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Probabilistic Dynamic Programming and Multiple Alignments

The standard DP algorithm for aligning two sequences [15,18,10], requires that we estimate a cost of matching any two individual positions. This is done by the method described in the introduction or by completely empirical cost/similarity functions which assign some value to the alignment of each pair of amino acids. The DP algorithm for aligning sequences can be viewed as an algorithm which takes as parameter such a cost/similarity function,

\begin{displaymath}C \;:\; \{\Sigma \cup \phi\} \times \{ \Sigma \cup \phi\} \rightarrow \Re

and produces an alignment which maximizes the sum of the Cfunction applied to all aligned pairs1.

We will use DP over partially built multiple alignments and the C function will be derived from the probability of an EC. We call this aligning algorithm probabilistic dynamic programming.

More precisely, our DP algorithm works over two partial multiple alignments. A partial multiple alignment is a multiple alignment of all the sequences of a subtree of the EPT. Hence a partial multiple alignment is identified by an internal node and a direction in the EPT. E.g. node Y has as descendants the sequence 3 and the node W; node W has sequences 1 and 2 as descendants. The partial multiple alignment for node Y is:

For each subtree X and its partial multiple alignment we also compute the TX and SX vectors. The C function for this algorithm will be derived from the probability of alignment of two slices of a multiple alignment under the same ancestor. In essence, this is exactly the same idea as in Dayhoff [6], extended so that we can compute the probabilities of alignments not just with two descendant sequences, but with two subtrees of descendants.

The C function is the logarithm of the quotient of probabilities, or

\begin{displaymath}C(Y,Z) = 10 \log_{10} \left ( \frac
{ Pr\{ \mbox{$Y$\space an...
...ce are descendants of $x$ } \} }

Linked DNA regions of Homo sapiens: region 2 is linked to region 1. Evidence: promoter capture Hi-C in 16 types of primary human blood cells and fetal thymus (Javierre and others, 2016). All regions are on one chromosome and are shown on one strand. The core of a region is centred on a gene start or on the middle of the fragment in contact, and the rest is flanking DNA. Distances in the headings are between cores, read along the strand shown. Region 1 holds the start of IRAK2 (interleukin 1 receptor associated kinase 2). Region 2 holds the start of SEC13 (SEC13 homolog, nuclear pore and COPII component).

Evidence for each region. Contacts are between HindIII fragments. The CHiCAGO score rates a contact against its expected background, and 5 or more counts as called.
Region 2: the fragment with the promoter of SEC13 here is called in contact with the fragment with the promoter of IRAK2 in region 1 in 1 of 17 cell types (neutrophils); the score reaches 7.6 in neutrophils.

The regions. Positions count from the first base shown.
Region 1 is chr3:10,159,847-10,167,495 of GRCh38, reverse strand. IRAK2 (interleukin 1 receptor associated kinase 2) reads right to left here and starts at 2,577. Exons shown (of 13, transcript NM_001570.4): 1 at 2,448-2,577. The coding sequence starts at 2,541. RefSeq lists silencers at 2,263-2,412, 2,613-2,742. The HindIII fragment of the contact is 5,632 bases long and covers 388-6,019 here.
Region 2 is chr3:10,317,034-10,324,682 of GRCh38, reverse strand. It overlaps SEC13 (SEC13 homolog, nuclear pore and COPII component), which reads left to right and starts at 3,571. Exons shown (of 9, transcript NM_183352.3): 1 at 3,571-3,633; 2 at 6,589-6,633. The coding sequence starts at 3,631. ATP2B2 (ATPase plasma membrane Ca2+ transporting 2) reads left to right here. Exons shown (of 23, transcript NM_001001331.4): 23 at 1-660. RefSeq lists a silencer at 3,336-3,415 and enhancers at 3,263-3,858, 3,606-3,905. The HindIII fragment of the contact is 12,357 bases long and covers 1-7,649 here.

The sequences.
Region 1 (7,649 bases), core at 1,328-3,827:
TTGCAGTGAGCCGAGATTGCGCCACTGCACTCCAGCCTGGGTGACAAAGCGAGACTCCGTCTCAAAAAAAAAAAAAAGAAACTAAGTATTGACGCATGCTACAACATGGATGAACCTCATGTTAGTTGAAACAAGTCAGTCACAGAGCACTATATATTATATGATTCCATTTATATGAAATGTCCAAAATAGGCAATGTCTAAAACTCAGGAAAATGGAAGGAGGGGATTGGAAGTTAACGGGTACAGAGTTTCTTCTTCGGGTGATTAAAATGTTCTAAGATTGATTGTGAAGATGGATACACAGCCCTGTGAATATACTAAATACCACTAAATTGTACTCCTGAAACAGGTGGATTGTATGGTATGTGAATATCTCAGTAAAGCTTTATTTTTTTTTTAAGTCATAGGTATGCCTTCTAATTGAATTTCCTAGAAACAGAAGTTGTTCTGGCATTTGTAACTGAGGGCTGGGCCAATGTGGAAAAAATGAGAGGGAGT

{ Pr\{Y\} Pr \{Z\} } \right )

(The factor 10 is retained for purely historical reasons, it was used first by Dayhoff et al. Any constant factor can be used without any material effect.) Using the T and S vectors this becomes

\begin{displaymath}C(Y,Z) = 10 \log_{10} \left (
\frac { \sum_x f_x \left ( \sum...
...d_Z} T_z^Z \right ) }
{ (f \cdot T^Y) (f \cdot T^Z) } \right )

\begin{displaymath}= 10 \log_{10} \frac{ \sum_x f_x S_x^Y S_x^Z }
{ (f \cdot T^Y) (f \cdot T^Z) } \end{displaymath}

At this point, we are using DP to align the two subtrees rooted at Y and Z. Hence we still do not have a correspondence between each position of Y and each position of Z. That is why we have to use the sum $\sum_x f_x S_x^Y S_x^Z$ in C. Once that we have found the alignment of Y and Z, then we can compute TX and SX for the node we have just joined, the parent of Y and Z.

The cost of each computation of C is $O(\vert\Sigma\vert)$ multiplications. The cost of one probabilistic DP alignment is $O(m^2\vert\Sigma\vert)$and the cost of the entire process (including the computation of S and T) is $O(mk\vert\Sigma\vert(\vert\Sigma\vert+m))$.

The alignment at the root of the EPT is the multiple alignment of all the sequences. Notice that for two sequences, this algorithm coincides exactly with DP using Dayhoff matrices, so this presents a continuous generalization of the 2-sequence algorithm.

next up previous
Next: Normalization. Up: Probabilistic ancestral sequences and Previous: Independence of the position
Gaston Gonnet